4 MAY 1907, Page 14


[To THE EDITOR OP THE "SPECTATOR."] SAE,—I have no wish to enter into a controversy with so courteous and distinguished Et protagonist as the author of the letter on "Lord Clive and Stringer Lawrence" in your last issue. Lord Curzon is of opinion that a statue should be erected to Lord Clive either in England or in India, or in both countries, and in this we are heartily agreed. Lord Clive probably did more to build up our Indian Empire than any other man. He was unquestionably a great soldier, a great statesman, a great organiser, and a great genius. My con- tention, however, is that he was not the founder of British supremacy in the East, and that it is to General Stringer Lawrence (not " Colonel" as Lord Curzon styles him, for he was made a General by King George II. himself), and to him alone, that a nation's gratitude is due for the glorious heritage bequeathed to it by that great and distinguished, though most modest, of soldiers. Stringer Lawrence, formerly an officer in the 14th Regiment of Foot, who had seen much service in Spain, in the Low Countries, and during the Rebellion in 1745, was sent out to India in 1748 by the directors of the East India Company to command their troops at Madras (about the only troops they had in those days), to fight, and if possible to conquer, the French, and so to make our footing in that country safe and secure. This, aided by many noble spirits, as forgotten now as he is himself, he fully accom- plished, leaving it to others to build upon the secure foundation he had thus laid. During Lawrence's lifetime his masters, the East India Company, fully and gratefully recognised his services, and when he died they erected a splendid monument to him in the " Valhalla of the Great"; but the " Encyclo- paedia Britannica " may be searched in vain for the least record of his deeds, and his very name is unknown to the present generation of his countrymen. By all means let there be a monument to Lord Clive ; but if any man ever deserved to live in the heart of a grateful nation, that man was General Stringer Lawrence, and therefore, even at this late period, it would not only be right and seemly, but the barest act of justice, that steps should be taken to ensure in some manner the revival and perpetiation of his memory by a grateful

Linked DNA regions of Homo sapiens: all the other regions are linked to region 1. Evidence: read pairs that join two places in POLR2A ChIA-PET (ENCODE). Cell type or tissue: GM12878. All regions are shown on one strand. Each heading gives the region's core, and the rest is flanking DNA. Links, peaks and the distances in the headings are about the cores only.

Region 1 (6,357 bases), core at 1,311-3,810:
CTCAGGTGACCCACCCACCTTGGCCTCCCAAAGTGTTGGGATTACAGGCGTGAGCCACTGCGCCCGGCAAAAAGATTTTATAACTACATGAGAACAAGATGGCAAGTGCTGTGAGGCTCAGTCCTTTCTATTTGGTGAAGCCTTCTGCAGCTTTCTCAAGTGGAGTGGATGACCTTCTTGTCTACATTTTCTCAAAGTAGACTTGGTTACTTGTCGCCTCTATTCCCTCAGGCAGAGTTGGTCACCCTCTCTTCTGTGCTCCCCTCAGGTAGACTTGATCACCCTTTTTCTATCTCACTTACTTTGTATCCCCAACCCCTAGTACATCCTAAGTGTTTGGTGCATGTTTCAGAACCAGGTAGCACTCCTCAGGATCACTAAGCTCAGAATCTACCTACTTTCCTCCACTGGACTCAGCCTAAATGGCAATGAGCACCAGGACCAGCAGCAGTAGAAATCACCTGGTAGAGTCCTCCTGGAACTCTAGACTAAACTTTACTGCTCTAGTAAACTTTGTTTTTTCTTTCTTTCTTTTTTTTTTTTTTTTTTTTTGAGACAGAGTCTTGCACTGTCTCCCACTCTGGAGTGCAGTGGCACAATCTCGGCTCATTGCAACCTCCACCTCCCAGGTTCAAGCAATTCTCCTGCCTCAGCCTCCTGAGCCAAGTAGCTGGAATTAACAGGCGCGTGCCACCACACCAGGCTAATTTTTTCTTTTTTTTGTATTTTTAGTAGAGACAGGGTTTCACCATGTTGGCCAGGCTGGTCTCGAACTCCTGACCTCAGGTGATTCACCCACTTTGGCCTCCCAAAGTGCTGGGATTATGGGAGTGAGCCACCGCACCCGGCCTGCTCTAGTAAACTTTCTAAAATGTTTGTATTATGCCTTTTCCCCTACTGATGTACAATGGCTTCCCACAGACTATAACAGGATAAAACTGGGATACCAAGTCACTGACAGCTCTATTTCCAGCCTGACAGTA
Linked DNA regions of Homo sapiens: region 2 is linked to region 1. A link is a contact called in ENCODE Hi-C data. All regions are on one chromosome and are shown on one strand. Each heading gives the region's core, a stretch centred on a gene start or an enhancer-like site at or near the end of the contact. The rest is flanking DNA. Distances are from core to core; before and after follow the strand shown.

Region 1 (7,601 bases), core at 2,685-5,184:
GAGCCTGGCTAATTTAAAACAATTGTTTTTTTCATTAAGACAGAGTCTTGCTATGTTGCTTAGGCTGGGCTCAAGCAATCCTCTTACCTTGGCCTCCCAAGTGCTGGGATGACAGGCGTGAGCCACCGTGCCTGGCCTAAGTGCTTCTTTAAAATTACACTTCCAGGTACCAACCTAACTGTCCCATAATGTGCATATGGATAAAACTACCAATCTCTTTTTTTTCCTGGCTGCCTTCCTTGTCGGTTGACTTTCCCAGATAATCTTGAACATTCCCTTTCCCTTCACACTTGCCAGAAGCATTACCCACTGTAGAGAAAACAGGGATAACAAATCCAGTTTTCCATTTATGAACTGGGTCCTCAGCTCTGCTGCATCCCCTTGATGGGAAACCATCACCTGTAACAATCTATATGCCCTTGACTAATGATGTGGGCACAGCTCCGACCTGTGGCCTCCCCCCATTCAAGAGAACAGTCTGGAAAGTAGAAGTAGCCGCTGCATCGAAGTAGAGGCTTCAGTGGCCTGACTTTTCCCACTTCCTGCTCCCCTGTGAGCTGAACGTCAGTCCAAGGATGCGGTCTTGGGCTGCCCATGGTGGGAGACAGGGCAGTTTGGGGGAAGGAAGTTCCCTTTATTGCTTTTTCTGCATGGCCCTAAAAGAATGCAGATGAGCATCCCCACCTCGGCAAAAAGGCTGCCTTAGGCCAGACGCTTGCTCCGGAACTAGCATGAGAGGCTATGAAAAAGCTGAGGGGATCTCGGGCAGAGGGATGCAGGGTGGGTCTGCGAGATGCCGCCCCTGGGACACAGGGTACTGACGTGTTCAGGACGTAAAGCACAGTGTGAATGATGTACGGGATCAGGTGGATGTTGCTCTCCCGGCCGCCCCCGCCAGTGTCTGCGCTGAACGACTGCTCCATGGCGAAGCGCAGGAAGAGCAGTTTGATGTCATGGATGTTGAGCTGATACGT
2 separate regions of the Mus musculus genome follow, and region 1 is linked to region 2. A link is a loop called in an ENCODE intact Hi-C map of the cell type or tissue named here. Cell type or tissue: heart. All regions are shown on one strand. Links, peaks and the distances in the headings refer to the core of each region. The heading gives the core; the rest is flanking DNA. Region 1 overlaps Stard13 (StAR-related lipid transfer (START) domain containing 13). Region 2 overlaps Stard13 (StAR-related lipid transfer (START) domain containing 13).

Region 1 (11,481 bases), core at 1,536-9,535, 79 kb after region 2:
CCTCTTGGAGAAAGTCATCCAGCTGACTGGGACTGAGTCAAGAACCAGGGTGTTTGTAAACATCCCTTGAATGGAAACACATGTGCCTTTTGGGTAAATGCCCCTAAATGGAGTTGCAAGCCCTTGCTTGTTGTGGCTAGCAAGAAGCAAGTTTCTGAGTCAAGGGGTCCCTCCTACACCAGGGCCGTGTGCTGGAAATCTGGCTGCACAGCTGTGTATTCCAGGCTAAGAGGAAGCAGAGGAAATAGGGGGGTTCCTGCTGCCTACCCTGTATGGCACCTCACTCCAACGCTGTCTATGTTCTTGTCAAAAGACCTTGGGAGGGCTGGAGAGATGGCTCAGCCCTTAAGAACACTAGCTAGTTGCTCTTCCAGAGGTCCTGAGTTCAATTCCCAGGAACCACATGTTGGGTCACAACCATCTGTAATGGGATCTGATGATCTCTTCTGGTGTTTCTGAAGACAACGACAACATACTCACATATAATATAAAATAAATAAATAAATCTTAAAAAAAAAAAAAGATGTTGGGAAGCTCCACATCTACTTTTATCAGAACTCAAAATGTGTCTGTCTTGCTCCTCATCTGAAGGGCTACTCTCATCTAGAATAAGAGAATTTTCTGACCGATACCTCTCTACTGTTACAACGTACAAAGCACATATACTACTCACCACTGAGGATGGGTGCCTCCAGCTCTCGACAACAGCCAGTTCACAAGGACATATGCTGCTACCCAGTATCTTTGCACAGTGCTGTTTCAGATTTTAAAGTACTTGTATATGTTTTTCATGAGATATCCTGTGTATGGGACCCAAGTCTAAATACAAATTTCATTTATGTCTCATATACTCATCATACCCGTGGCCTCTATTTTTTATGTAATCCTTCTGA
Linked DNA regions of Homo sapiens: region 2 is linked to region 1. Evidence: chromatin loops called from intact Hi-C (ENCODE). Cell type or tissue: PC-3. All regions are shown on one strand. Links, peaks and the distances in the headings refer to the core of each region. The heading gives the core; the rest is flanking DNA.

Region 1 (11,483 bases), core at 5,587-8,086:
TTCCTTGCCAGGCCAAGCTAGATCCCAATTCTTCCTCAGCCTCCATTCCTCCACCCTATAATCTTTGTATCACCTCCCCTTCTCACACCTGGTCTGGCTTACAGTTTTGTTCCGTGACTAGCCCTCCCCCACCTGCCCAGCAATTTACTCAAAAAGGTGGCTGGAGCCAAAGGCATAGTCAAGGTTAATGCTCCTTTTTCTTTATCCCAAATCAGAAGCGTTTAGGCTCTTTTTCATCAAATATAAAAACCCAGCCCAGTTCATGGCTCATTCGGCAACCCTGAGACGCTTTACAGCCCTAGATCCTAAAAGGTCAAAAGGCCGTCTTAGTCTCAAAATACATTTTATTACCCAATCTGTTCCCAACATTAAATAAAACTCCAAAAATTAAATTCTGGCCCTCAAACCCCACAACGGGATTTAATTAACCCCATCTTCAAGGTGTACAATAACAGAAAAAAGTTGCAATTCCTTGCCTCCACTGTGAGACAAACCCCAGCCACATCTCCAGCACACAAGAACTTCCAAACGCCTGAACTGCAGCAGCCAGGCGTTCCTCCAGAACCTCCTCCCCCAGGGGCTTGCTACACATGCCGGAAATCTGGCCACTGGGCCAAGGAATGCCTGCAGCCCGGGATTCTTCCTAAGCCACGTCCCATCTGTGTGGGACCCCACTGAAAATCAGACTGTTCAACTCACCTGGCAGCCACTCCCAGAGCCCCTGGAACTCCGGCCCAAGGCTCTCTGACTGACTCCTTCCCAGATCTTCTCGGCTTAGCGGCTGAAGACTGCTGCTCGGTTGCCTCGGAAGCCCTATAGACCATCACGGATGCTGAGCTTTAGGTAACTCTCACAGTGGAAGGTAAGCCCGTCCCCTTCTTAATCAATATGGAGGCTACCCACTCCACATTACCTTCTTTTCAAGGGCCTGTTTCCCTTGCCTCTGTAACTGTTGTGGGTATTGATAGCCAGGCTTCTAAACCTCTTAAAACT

country, for there are none amongst our national heroes of whom England has more reason to be proud.

Lord Curzon takes exception to my statement that "Clive never commanded against Europeans." I should have been more explicit bad I put it "commanded an army against' Europeans." And this, if time and space permitted, I could -prove, though I am well aware that on several occasions he did fight the French with small forces, and that with the greatest skill and intrepidity, especially at Cauveripak and Congeveram. Lord Curzon also states that "Lawrence was absent from India between 1749 and 1754," surely a vague and misleading assertion, the fact being that he went home in 1751, after an arduous campaign and in broken health ; but he was back in India in 1752, and by the month of August in that year he had relieved Trichinopoly and fought several engagements, including the noted battle of Bahoor. Clive married and went to England in 1752, and so was absent during all the fighting that took place with the French during the years 1752-54, the most eventful and important period of Indian history ; but Macaulay says nothing of this fact, and is also very chary as regards his dates. Again, Lord Curzon praises Clive's generosity in sending assistance to Lawrence in 1758; but he could not have withheld help at such a time without gravely imperilling his own position, for Fort St. George was then besieged by Lally with a powerful French army, and had that fortress fallen the star of England in India would have set never to rise again.

Lawrence went to India on a salary of £250 a year and the pay and emoluments of a company officer of the European regiments Officers in those days were permitted to trade, and moat of them, though their pay was small, made large fortunes; but Lawrence never traded, and consequently was a poor man when he retired, so that although .a great deal is made of Clive's generosity in making his old commander an allowance of 2500 a year, it must be remembered that the former bad accumulated an immense fortune, and that the gift should be regarded more in the light of a tribute from a grateful son to an honoured father than as a charity.

General Lawrence died in London about the year 1769, and was buried at Dunchideock, near Exeter, where a handsome mausoleum was erected over his remains by Sir Robert Palk, a late Governor of Madras, who, or whose family, afterwards took the name of Lawrence, the present representative of the family being Lord Haldon.—I am, Sir, &c.,

G. J. HARCOURT, Colonel

(late Commanding 1st Royal Dublin Fusiliers). West Surrey Club, Camberley.